Give the season’s first dose of preventative four to six weeks after  that to destroy any larvae that infected your dog during that time. Thus,  the first dose should be given six to eight weeks after daytime and nighttime  temperatures first exceed 57°F. Continue to give the preventative every  four to six weeks, with the last dose given after temperatures drop below  that level on a regular basis.

For some parts of the country, this can mean giving preventatives only  between July and October, while in others, where temperatures remain mild  all year, they may have to be given year-round.

If you do not give your dog heartworm preventatives (because the area  you live in is very low risk or because the temperatures are not right  for heartworms to develop), and then take your dog to a an area where heartworm  is a problem, you must treat him with heartworm preventative upon your  return to protect him.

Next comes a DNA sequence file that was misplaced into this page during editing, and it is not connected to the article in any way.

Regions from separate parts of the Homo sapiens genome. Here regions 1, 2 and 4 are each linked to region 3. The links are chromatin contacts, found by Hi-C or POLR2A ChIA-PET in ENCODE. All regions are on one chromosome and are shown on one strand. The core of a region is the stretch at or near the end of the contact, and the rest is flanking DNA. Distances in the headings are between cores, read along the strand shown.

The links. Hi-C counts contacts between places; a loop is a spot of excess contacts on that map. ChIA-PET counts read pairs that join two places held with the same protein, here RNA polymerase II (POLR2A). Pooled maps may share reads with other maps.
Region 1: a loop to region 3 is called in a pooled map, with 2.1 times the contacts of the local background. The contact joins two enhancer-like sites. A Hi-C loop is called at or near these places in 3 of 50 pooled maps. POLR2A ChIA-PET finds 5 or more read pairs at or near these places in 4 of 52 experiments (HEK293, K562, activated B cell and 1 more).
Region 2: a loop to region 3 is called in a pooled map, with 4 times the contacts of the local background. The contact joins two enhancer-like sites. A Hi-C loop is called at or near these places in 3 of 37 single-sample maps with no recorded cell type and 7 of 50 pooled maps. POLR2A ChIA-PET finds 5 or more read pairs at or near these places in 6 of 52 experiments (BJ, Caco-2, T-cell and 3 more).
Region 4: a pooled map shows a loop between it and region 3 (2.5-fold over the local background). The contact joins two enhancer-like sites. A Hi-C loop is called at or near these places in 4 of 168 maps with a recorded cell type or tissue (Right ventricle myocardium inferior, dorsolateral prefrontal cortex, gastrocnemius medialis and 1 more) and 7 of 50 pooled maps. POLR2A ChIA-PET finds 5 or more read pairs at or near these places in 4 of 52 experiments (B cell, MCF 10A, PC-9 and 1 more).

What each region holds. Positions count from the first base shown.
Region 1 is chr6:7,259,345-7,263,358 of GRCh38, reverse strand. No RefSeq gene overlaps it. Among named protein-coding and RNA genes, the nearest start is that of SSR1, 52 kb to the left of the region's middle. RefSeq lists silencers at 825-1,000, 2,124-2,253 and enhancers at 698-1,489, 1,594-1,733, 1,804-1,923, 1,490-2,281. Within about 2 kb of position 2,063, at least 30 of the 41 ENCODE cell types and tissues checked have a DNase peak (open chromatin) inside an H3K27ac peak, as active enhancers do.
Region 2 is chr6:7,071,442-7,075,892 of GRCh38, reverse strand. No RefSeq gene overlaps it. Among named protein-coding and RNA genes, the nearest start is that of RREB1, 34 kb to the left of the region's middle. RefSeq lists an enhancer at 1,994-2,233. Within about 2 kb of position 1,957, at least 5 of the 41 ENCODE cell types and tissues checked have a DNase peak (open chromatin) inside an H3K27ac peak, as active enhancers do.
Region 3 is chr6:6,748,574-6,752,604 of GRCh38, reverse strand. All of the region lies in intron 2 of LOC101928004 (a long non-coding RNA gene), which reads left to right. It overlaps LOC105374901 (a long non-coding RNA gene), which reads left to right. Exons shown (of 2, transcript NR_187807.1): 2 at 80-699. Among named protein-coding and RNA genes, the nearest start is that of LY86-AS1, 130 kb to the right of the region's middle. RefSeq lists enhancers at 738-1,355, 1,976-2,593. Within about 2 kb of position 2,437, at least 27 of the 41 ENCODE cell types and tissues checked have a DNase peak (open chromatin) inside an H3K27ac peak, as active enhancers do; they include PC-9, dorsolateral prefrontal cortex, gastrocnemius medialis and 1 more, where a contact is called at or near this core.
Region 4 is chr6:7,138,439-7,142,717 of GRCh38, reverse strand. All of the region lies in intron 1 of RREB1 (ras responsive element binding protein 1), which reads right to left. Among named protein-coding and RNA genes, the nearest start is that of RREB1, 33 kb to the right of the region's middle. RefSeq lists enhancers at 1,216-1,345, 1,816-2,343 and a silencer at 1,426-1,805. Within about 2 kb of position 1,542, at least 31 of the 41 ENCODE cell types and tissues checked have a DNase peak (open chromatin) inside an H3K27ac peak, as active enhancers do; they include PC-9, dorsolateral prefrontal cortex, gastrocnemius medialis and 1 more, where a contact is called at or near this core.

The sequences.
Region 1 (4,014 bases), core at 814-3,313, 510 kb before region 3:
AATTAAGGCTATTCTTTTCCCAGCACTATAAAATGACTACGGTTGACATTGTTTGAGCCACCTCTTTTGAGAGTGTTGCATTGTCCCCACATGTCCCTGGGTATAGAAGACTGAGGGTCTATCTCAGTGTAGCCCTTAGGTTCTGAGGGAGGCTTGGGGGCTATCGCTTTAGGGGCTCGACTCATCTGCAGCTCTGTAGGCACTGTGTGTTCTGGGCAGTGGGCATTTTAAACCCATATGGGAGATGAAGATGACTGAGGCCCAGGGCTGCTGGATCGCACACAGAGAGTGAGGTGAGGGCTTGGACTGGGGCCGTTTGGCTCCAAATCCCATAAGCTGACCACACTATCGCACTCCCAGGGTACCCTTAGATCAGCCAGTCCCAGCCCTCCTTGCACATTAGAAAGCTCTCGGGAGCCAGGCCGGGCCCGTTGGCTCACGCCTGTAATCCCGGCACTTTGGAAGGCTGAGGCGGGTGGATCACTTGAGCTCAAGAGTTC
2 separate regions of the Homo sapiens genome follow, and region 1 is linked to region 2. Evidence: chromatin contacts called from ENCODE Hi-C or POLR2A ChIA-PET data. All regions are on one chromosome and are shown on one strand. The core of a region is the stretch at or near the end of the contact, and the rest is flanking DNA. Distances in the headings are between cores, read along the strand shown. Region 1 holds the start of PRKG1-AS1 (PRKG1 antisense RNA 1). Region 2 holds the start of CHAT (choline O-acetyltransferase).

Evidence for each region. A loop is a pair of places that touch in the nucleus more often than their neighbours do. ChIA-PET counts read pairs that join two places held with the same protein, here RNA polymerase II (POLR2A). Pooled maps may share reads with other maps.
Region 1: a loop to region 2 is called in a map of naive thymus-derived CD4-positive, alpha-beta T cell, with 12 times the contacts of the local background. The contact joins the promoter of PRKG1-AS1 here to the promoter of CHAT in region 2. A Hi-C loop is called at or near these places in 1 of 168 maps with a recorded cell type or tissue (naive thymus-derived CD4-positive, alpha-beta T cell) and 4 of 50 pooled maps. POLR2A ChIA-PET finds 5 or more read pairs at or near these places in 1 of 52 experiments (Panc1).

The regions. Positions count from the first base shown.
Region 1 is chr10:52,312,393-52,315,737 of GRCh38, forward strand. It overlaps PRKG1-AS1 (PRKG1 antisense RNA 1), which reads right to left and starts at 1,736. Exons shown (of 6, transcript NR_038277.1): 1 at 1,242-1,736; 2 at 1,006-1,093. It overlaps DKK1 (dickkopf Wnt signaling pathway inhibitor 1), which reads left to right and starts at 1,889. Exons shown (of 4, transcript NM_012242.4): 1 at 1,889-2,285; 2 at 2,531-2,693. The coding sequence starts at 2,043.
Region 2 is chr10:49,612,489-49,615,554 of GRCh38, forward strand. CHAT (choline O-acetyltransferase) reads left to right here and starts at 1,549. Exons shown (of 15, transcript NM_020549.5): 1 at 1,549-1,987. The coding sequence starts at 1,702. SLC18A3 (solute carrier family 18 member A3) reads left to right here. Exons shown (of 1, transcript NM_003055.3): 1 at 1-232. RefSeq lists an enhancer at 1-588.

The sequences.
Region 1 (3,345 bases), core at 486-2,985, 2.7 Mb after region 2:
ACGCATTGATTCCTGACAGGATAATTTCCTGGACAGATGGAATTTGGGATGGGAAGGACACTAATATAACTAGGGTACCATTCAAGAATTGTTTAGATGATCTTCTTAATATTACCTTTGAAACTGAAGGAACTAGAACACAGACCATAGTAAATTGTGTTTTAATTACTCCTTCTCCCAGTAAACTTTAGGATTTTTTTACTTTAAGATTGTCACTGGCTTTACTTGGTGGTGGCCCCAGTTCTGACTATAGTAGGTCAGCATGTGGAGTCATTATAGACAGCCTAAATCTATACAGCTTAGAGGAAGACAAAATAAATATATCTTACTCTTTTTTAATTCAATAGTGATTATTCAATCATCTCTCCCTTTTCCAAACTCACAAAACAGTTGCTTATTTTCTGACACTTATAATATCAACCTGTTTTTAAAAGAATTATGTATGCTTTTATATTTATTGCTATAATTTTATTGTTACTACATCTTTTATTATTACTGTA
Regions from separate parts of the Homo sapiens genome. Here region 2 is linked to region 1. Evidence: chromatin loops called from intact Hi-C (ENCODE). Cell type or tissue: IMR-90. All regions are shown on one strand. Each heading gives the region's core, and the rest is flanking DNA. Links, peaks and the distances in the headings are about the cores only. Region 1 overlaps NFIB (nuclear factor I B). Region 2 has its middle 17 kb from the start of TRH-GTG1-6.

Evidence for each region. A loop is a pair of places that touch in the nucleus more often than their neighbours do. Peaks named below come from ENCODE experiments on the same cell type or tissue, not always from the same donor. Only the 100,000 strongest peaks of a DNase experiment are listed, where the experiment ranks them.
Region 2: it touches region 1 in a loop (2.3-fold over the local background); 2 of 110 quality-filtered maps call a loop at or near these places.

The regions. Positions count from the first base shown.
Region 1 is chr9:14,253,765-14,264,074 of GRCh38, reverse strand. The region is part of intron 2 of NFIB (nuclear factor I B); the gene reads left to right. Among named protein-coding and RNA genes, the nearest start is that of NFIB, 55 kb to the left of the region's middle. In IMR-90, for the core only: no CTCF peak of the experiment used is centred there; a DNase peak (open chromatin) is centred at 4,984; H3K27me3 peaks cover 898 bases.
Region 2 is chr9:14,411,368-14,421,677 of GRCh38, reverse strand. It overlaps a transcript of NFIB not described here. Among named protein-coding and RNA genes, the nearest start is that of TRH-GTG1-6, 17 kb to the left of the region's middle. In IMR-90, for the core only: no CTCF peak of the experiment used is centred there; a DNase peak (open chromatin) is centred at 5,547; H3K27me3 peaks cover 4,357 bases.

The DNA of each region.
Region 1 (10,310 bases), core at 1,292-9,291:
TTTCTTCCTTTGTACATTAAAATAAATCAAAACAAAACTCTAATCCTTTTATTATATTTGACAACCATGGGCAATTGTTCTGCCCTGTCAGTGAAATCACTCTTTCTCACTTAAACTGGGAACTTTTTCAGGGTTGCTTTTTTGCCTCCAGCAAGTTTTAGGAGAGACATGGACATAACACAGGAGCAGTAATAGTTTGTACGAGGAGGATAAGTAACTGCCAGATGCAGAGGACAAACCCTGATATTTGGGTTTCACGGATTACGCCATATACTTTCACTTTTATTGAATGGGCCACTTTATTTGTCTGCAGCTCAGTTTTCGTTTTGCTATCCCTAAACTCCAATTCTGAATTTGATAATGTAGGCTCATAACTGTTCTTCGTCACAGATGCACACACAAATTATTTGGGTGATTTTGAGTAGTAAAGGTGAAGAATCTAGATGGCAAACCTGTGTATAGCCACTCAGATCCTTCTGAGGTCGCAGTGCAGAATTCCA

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Dosage amounts

Update

 

Based on new information regarding possible reduced heartworm preventative efficacy, I strongly advise against giving lower than recommended dosages of heartworm preventatives.See New Information Regarding Heartworm Resistance for details.

With at least one drug, you can give your dog less than the recommended  dosage of preventative, without compromising safety.

Milbemycin oxime, the active ingredient in Interceptor, has been approved  by the FDA at one-fifth the regular dosage to kill heartworms only, without  controlling intestinal parasites, including roundworms, whipworms and hookworms.  Novartis received FDA approval for a product, “Safeheart”, with this lowered dosage of milbemycin,  but it appears that they don’t intend to market it. (You can read the FDA approvals showing that  milbemycin oxime will control heartworm at one-fifth the dosage found in  Interceptor on the FDA’s web site; see “Resources” below).